Emsland Combined-Cycle Power Plant, Germany
A new 876 MWe GT26-based multishaft combined-cycle power plant began operations at the Emsland site in Germany in September 2010. The plant is owned by RWE Power and contributes to supply diversity in the RWE generation fuel mix. Alstom has constructed the plant under a full engineering, procurement and construction contract.
The new Emsland KA26 combinedcycle power plant is designed for medium-load operation (5500 operating hours per year) and for 200 start-ups per year, and is able to generate electricity and supply steam. The plant operates at ambient temperatures of between -20° and 40°C and is equipped with a natural ventilation wet cooling tower.
To maximize the efficiency of the plant, the Alstom Integrated Cycle Solution (ICS) muling tishaft configuration with two GT26 gas turbines and one steam turbine was chosen. The 2-on-1 multishaft configuration allows the utilization of a larger steam turbine, compared with 2 x 1-on-1 single-shaft arrangement, to offer higher overall plant efficiency, which was a key requirement for this project, the company said.
The project features a number of new innovations developed by Alstom Power. The plant is based on two GT26 gas turbines that are capable of fast start and quick response to changing demand conditions, with high efficiency and low emissions even at part load. As well as featur- muling the latest rating of the GT26 gas turbine, it also includes innovations in the water/steam cycle. The plant, for example, employs Alstom’s optimized for cycling and constructability (OCC) HRSGs of the “once-through” type, and is currently one of the largest CCPP plants in Europe using a oncethrough cycle design.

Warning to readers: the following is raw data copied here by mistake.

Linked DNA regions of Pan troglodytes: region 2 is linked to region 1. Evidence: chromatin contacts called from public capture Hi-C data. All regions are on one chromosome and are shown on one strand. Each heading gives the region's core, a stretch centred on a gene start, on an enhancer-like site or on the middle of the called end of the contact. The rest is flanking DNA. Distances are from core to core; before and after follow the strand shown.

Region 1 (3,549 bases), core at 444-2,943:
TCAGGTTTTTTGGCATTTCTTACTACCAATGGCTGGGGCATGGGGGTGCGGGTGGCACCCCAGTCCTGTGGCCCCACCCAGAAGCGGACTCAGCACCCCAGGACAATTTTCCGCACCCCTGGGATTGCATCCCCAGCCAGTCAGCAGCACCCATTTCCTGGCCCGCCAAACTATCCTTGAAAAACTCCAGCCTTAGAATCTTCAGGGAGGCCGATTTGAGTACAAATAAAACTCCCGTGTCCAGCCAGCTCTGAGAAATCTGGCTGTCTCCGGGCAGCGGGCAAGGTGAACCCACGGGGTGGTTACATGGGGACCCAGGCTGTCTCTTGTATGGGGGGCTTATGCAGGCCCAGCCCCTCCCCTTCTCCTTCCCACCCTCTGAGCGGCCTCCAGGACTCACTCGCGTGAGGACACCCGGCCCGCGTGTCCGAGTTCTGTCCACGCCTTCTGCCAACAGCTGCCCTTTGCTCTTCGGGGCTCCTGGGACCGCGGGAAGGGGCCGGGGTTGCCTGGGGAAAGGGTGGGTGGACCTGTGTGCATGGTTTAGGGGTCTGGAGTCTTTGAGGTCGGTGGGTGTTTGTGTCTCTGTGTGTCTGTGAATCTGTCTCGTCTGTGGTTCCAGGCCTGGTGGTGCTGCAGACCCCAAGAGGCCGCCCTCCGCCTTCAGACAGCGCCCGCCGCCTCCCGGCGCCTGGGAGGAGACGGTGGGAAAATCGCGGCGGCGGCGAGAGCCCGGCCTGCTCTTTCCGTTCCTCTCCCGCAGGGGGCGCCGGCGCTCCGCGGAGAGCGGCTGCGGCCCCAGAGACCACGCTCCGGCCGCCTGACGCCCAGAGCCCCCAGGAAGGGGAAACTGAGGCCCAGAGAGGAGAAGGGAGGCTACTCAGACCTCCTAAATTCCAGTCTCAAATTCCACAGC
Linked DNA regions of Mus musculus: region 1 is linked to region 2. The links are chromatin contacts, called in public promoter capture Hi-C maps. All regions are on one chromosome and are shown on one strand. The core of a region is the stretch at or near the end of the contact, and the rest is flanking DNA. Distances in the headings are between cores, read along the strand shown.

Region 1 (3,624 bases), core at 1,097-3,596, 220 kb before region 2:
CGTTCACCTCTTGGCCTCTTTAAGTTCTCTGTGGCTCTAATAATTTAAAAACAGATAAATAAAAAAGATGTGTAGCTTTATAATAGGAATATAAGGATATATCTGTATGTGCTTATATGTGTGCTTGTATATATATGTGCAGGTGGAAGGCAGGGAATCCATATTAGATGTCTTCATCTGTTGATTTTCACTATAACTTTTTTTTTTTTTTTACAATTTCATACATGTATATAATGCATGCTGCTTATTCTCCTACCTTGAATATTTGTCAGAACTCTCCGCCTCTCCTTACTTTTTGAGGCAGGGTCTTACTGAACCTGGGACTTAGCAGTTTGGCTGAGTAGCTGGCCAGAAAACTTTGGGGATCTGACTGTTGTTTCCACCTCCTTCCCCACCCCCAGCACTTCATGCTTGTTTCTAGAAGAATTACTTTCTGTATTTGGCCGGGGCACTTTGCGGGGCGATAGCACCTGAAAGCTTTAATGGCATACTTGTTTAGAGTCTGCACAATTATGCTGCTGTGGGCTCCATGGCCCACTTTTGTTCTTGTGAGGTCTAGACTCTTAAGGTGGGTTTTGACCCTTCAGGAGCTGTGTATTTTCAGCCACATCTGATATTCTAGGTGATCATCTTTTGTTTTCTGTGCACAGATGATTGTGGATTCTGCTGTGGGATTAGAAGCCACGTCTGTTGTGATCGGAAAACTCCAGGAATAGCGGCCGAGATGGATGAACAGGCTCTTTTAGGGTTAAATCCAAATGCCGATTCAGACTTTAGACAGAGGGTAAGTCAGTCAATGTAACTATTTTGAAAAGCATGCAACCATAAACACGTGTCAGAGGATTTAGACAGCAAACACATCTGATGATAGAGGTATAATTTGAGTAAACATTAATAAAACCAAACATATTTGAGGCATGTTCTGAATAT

The choice of the once-through cycle principle meant that for this particular project,
higher live steam parameters could be used leading to higher efficiency. The heat recovery steam generator also provides heat (hot water) for preheating the fuel gas to help maximize the overall plant efficiency and feedwater for the gas turbine cooling air coolers. The plant delivers a net efficiency above 59% at full load, making it currently one of the world’s most efficient power plants.
The plant also uses the current largest last-stage blades in the STF30c steam turbine, which enable more of the energy to be extracted from the steam. With this optimized water/steam cycle, the plant delivers both operational cost savings to the client by way of its high efficiency and reduces the environmental impact through that improved efficiency, two of the main targets of the project design.
Source: Diesel and Gas Turbines Magazine